A Papier-Mache LifePosted: January 4, 2011
Where do you go to begin the difficult task of healing what’s broken in you and your life? Back, I suppose. Every problem has an origin, and for most of them the only way to obtain a resolution is to first find out what the cause was. Up to date my life has resembled nothing more than a collage. Fragments of memories like tissue paper delicately pasted on a fragile background, that over the years the elements of time have withered edges, they’ve fallen into this empty box called my life, and have become misshapen and undistinguishable. My job is to try and remember what the real picture once was—separating fact from fiction—piece it all together, and create a durable mural of it based at last on the truth. Every one of us was once a young child, who before the pain of criticism and hardship made our hearts weak or callous, believed in fairytale endings, and I was no different. In the beginning I was whole, healthy, and happy. Something changed that…changed me. I need to seek out the child within myself, find out who and what it was that emotionally damaged and crippled her, and tell her that it’s okay to once again believe.
Funny, how it’s so easy for some of us to believe in others, often times even perfect strangers, but so difficult for us to believe in ourselves. It seems almost impossible to separate fact from fiction, especially when surrounded by naysayers. You find yourself questioning and trying to distinguish what it is that you know about yourself, versus what others have been telling you. This has been hard for me. I grew up feeling like I had to become someone else in order to fit in—something that was impossible to do—and the result was that I failed at being not only who I really was, but also the person that I sought to be. The person I created fell somewhere in between the two, and of course was no where near the individual that I wanted to present to my family, friends, or the world. This personality being miserably disfigured like the view I already had of myself. Unfortunately, when you live this lie for so long you begin to think, act, and feel like the person you’ve invented. The fine line between the truth and the lie begins to get blurred and it’s hard to remember the real you.
Who am I? This simple question begins the quest. Who was I before others told me who they thought I should be? What did I enjoying doing, what music did I enjoy listening to, what literature did I enjoy reading, and what kind of people did I find intellectually stimulating before someone else forced me to alter my perceptions with their opinions about what was appropriate, what was trendy, or what they themselves would do? I find for me some of the answers are easy to recognize. Away from prying eyes and judgment I played house with my real self. I would indulge in my passion for cooking and baking, listen to the old music that I enjoyed, wear the feminine, floral dresses I kept hanging hidden in the back of my closet, and surrounded myself with country décor and antiques I loved so much. Is it any wonder why I never allowed most people to come to my home, but rather always said that my home was where I lived, and the outside world was where entertaining should be? I found it hard to explain how this woman who cussed like a trucker, wore Harley attire, bore tattoos, listened to southern rock, shot pool, and drank straight whiskey at the bar could have a completely different side, one that included writing poetry. And when one of my close friends would enlighten others to this side of me when someone would mistakenly refer to me as a hard-core bitch, I found it difficult to defend myself, or even acknowledge that a softer side did indeed exist. Most times it didn’t matter for they were sure my friend was just “blowing smoke up their asses”, as they would put it. Yes, they made jokes that it was highly unlikely I could ever win a Betty Homemaker award. Little did they know that was probably far closer to the truth than anything I allowed them to see. These people, their opinions, I’m ashamed now that I even needed their acceptance to validate me.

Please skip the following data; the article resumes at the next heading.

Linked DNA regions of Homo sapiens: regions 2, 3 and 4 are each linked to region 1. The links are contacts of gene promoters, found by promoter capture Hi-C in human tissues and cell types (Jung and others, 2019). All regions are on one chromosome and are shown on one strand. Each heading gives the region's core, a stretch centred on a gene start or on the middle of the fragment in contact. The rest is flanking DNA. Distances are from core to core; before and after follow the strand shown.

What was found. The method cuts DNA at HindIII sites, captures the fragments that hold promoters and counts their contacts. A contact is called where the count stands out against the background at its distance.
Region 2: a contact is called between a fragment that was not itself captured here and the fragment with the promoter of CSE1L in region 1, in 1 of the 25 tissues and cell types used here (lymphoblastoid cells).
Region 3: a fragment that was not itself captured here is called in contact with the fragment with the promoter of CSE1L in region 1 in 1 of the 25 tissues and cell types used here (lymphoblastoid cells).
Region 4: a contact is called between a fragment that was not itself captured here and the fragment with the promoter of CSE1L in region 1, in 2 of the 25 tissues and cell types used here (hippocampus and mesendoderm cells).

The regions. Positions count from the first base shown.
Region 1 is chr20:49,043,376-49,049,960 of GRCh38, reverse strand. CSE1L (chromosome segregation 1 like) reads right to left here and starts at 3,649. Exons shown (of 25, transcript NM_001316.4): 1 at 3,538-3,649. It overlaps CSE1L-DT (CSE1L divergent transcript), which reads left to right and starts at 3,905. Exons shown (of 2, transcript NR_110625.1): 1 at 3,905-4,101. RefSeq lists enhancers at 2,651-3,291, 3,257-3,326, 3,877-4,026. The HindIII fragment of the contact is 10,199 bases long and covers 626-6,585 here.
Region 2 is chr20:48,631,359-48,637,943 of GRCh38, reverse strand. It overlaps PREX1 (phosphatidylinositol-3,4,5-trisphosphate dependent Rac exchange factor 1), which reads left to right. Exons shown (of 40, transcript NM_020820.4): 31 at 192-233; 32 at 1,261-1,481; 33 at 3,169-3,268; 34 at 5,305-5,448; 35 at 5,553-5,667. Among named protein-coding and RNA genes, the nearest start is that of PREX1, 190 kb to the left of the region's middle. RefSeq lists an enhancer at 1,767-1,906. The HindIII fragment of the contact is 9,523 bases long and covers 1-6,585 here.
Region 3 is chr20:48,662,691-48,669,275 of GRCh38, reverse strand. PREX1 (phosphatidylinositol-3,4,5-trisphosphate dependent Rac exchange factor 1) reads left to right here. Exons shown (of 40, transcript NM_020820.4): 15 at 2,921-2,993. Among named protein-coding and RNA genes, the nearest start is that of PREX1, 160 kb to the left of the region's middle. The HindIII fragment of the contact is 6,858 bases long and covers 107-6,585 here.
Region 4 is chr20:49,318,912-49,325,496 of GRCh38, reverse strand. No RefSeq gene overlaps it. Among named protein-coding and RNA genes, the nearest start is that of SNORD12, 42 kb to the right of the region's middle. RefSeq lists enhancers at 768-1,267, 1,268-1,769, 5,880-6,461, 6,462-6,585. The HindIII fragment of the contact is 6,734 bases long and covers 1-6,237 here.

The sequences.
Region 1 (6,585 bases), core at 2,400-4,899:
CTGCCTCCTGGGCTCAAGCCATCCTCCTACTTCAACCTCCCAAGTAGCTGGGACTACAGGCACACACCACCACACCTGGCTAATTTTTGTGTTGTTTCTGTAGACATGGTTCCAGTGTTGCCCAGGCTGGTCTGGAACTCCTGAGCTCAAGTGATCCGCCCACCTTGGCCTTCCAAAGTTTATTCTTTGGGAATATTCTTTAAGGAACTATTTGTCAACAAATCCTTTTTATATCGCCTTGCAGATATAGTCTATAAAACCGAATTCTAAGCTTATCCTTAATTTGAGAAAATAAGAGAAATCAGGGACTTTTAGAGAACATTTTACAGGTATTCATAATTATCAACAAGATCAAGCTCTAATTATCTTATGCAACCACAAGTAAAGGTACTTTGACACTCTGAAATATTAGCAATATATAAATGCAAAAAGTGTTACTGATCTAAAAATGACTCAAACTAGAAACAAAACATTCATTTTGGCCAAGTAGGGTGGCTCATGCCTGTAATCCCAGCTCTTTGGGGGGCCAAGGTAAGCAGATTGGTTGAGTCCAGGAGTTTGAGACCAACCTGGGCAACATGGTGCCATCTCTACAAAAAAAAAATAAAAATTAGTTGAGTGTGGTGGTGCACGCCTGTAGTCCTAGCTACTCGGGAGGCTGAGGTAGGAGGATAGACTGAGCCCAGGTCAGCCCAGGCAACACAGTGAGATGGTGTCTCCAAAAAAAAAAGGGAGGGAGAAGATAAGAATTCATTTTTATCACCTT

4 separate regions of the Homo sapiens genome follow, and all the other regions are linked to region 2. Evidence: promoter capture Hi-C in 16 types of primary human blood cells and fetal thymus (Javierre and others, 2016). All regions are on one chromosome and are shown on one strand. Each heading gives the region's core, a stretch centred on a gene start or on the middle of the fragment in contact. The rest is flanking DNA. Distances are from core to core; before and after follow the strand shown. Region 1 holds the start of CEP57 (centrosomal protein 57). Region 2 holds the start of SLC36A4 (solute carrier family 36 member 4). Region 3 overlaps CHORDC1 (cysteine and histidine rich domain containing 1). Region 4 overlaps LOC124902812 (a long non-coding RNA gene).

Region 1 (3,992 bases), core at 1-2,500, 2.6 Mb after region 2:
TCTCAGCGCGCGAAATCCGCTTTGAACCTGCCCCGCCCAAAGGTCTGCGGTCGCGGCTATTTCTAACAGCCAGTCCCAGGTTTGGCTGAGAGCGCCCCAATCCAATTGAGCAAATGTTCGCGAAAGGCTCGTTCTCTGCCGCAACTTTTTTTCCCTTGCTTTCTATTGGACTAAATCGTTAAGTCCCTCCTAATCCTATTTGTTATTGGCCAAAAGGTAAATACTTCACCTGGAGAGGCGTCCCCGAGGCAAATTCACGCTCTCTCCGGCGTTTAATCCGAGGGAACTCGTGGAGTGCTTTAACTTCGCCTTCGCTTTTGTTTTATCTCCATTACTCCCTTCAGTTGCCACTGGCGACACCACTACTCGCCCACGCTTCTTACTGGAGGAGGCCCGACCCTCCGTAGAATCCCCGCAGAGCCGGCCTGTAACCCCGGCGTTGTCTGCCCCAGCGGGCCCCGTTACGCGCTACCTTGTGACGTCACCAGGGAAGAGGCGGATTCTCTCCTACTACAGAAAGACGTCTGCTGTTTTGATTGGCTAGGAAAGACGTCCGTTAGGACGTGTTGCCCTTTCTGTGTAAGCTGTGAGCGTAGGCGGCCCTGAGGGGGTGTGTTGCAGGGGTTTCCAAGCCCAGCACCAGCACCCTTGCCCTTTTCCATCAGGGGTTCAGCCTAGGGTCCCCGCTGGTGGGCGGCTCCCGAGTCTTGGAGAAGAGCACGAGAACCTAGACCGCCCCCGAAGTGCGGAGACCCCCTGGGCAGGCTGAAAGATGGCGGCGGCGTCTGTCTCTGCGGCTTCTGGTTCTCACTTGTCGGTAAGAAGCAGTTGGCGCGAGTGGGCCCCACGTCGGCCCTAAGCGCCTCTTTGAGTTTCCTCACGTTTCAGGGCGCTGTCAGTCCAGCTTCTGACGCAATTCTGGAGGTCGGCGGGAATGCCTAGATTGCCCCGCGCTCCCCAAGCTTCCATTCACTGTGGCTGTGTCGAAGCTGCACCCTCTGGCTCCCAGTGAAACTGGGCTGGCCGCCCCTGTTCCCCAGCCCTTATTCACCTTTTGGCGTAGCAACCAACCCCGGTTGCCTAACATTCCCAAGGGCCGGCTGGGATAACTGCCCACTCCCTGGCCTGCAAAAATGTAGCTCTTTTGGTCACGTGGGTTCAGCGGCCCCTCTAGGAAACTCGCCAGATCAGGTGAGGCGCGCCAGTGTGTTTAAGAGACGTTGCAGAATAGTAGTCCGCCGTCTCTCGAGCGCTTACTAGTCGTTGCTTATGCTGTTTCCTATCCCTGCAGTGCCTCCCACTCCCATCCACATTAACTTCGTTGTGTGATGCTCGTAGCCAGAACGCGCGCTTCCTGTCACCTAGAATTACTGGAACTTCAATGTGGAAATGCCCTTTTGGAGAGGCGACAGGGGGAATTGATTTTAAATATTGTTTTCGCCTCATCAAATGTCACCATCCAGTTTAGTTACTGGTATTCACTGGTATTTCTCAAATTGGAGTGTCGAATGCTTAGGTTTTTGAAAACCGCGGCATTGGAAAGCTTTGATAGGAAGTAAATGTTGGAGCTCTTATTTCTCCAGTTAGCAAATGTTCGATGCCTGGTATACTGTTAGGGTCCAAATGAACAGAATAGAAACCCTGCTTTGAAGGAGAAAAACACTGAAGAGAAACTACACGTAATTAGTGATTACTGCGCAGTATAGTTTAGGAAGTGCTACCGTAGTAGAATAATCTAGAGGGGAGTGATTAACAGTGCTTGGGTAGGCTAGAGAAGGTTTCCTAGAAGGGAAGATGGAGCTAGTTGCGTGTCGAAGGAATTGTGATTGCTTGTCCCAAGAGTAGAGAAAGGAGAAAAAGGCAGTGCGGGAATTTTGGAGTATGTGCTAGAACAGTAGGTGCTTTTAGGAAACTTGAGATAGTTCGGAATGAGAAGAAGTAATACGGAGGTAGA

I admit I’m complex. Today it’s a lot easier for me to accept this, rather than defend it. I see it as a positive trait; one that makes me more interesting. One thing I’ve never been accused of is having predictable behavior, and that’s okay, because I wouldn’t want to be considered the ‘norm’, or be like anyone else. Before I picked up the labels that have defined who I was: Wife, mother, friend, someone’s employee, etc…I was just me. And from what I can remember of that little girl, I really liked her. Lately I’ve glimpsed her in the mirror. Although her blue eyes aren’t as wide and innocent as they once were, they’re starting to get the light back into them as they peer back at me through parted, blonde bangs; the pale, freckled skin not as taut, but still resembling my younger self. I’m excited now as to what she and I together are going to discover about our self. And I suppose this is where the real story begins.